The aim of the present work was to determine the activity concentrations of 226Ra, 232Th and 40K in the soil samples from a historical area which was discovered in east of Saudi Arabia at 2009 G, Called Al-RAKKAH. In order to understand the occurrence and distribution of natural radionuclides of soil samples in area under investigation and evaluate potential health hazards, the representative level index, Iγr, the radium equivalent activity (Raeq), and the annual effective dose equivalent (AEDE) in air for all soil samples were estimated to assess the contribution of this radionuclide to public exposure.

2. Materials and Methods

2.1. Samples Collection and Preparation

In order to measure the natural radioactivity in soil, surface soil (about 0 - 10 cm) 33 samples were collected using hand auger from 7 regions ((a) North, (b) Center, (c) South, North-East (NE), North-West (NW), South-East (SE), South-West (SW) and East (E)).

AL-RAKKAH is an ancient village dating back to the period of early Islam, located on an area of 108,000 square meters in the middle of the road between the cities of Al Khobar and Dammam, eastern Saudi Arabia and it is one of the most important archaeological sites in the Eastern Province, and also located between two roads coastal and speedy, that link the two cities. It is also located near the fertilizer plant (SAFCO) previously and this was known as the site during a comprehensive survey of sites relics in 1976 and holds the No. (105/208). (Dr Ali Ghabban, Vice President for Antiquities and Museums of the General Authority for Tourism and Antiquities at a news conference Monday, 08/02/2010 in the city of Khobar) [18] . He noted the site discovery time on 12/08/1976 G during the survey work carried out by the agency of Antiquities and Museums, and took No. (105/208) as income property within the site Aramco several years ago. The site covers some sand dunes which are also covered with desert shrubs and devoid of rock formations; it is easy flat, with rising higher hills about 12.46 meters above sea level, while the low-lying areas rises at a rate of 8.5 meters.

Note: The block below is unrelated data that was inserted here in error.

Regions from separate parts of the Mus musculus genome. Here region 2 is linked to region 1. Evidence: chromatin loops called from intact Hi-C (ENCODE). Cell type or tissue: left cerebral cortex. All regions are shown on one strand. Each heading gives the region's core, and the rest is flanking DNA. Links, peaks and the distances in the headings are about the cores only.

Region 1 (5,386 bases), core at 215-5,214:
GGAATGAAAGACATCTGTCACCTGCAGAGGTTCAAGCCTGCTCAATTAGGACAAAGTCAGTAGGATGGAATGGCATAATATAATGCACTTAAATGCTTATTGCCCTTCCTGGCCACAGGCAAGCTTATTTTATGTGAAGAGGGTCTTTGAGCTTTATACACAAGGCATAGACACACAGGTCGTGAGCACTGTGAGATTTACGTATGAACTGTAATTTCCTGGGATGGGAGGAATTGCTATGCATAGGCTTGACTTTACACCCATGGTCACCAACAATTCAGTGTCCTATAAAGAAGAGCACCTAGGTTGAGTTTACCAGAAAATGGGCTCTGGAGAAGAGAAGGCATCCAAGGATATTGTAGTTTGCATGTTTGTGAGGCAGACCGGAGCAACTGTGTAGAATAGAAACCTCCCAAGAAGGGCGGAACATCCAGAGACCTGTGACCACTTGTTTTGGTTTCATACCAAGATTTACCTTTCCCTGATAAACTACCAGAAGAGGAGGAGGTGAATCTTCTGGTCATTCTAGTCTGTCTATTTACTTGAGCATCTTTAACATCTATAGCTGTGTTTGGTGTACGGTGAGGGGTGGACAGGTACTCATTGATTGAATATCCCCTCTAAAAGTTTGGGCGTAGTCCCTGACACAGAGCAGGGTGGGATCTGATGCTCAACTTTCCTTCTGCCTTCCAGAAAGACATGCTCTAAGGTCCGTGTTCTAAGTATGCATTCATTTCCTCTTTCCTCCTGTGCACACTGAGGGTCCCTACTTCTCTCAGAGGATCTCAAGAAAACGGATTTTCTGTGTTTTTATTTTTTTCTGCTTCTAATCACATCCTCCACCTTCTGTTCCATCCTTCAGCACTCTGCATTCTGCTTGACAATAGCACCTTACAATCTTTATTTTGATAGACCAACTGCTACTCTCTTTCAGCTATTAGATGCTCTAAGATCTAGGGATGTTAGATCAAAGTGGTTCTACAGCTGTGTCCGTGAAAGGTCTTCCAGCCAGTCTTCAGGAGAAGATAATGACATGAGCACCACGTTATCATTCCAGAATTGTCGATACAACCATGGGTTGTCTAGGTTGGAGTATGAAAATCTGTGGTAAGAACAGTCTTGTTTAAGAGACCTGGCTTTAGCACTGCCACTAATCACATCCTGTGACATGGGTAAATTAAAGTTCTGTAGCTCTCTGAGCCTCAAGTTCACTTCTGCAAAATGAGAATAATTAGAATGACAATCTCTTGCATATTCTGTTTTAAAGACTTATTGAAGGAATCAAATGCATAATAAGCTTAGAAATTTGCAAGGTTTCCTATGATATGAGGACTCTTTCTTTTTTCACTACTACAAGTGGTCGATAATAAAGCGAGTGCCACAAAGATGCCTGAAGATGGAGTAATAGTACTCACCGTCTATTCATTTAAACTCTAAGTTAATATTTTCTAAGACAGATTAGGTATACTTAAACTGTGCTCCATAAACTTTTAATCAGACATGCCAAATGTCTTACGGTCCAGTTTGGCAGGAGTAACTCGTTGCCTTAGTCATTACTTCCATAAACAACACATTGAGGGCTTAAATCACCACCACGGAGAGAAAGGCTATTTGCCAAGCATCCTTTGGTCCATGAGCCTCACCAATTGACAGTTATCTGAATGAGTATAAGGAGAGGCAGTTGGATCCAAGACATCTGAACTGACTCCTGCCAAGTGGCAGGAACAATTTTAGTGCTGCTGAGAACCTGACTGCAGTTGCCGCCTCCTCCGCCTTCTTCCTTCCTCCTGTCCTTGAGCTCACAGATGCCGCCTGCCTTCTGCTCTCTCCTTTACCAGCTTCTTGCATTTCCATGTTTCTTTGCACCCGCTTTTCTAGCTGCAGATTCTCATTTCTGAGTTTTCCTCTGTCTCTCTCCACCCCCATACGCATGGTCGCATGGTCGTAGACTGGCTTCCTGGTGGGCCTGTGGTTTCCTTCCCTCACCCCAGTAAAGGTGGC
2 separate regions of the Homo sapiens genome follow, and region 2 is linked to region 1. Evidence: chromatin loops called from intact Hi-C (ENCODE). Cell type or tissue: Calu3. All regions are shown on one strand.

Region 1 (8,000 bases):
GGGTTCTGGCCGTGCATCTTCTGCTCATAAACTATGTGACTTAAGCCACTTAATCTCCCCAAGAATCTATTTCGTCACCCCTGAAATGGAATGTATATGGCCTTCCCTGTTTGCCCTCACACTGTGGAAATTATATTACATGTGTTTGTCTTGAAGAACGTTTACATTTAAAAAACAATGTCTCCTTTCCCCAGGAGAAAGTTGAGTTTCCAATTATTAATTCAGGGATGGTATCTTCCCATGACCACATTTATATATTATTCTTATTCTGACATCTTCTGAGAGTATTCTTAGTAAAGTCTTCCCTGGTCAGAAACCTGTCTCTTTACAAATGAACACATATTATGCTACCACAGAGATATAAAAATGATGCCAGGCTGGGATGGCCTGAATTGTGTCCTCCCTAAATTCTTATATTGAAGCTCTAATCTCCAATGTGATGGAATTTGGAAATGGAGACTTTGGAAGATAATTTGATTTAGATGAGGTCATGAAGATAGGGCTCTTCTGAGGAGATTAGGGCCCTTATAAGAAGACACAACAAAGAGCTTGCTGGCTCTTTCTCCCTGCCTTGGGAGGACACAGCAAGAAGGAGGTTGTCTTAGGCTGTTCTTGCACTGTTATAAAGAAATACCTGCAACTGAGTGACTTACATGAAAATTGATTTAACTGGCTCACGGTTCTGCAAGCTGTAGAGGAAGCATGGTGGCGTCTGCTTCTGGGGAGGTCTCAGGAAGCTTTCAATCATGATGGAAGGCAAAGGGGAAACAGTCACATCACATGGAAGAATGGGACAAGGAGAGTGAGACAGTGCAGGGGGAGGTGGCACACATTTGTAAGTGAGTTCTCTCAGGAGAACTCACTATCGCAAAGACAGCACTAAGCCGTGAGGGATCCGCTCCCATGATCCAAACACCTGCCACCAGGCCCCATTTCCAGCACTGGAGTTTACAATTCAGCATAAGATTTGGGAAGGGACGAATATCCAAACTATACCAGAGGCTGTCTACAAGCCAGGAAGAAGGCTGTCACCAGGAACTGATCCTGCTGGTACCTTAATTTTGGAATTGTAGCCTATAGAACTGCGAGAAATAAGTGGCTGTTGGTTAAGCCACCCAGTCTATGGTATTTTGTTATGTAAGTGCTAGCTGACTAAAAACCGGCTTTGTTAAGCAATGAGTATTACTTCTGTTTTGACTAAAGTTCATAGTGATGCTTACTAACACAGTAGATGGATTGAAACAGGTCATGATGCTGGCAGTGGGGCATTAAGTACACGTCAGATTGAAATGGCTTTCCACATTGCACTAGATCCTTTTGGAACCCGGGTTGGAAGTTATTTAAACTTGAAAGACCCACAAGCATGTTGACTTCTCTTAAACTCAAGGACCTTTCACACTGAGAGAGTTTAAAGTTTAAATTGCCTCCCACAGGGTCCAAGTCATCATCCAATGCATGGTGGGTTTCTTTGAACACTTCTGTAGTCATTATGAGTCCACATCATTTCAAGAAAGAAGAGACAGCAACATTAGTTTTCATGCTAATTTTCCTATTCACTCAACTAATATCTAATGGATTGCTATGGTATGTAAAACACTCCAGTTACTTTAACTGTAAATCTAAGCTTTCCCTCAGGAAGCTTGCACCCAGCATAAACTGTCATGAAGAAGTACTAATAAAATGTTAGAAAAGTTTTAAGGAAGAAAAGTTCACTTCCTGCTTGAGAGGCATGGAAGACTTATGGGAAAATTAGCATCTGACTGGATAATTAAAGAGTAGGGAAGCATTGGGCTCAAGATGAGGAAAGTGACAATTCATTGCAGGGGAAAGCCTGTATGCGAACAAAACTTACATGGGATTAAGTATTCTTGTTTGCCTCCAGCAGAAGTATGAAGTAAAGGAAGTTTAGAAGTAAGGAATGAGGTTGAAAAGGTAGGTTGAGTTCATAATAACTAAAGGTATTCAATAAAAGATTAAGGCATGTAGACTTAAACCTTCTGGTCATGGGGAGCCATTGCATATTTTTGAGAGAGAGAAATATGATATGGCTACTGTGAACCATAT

Location is mainly residential belonging to the period of early Islam and the Umayyad period and perhaps the beginning of the Abbasid period, through reading pieces of pottery, porcelain, glass, steatite and metal pieces that can be returned for two centuries, the first and second Islamic.

The effects of the site:

Ÿ can distinguish three hills head of archaeological excavation site; first is located on the north side has been given the name of the area (a), and the second in Center and carry the name of the area (b), and third in the South has been named area (c).

Ÿ spread on the surface of the site, particularly in the area of the ancient hills of breaking pottery, porcelain, glass, can the percentage back to the early Islamic period, as you can see, extensions built with stone walls in all directions.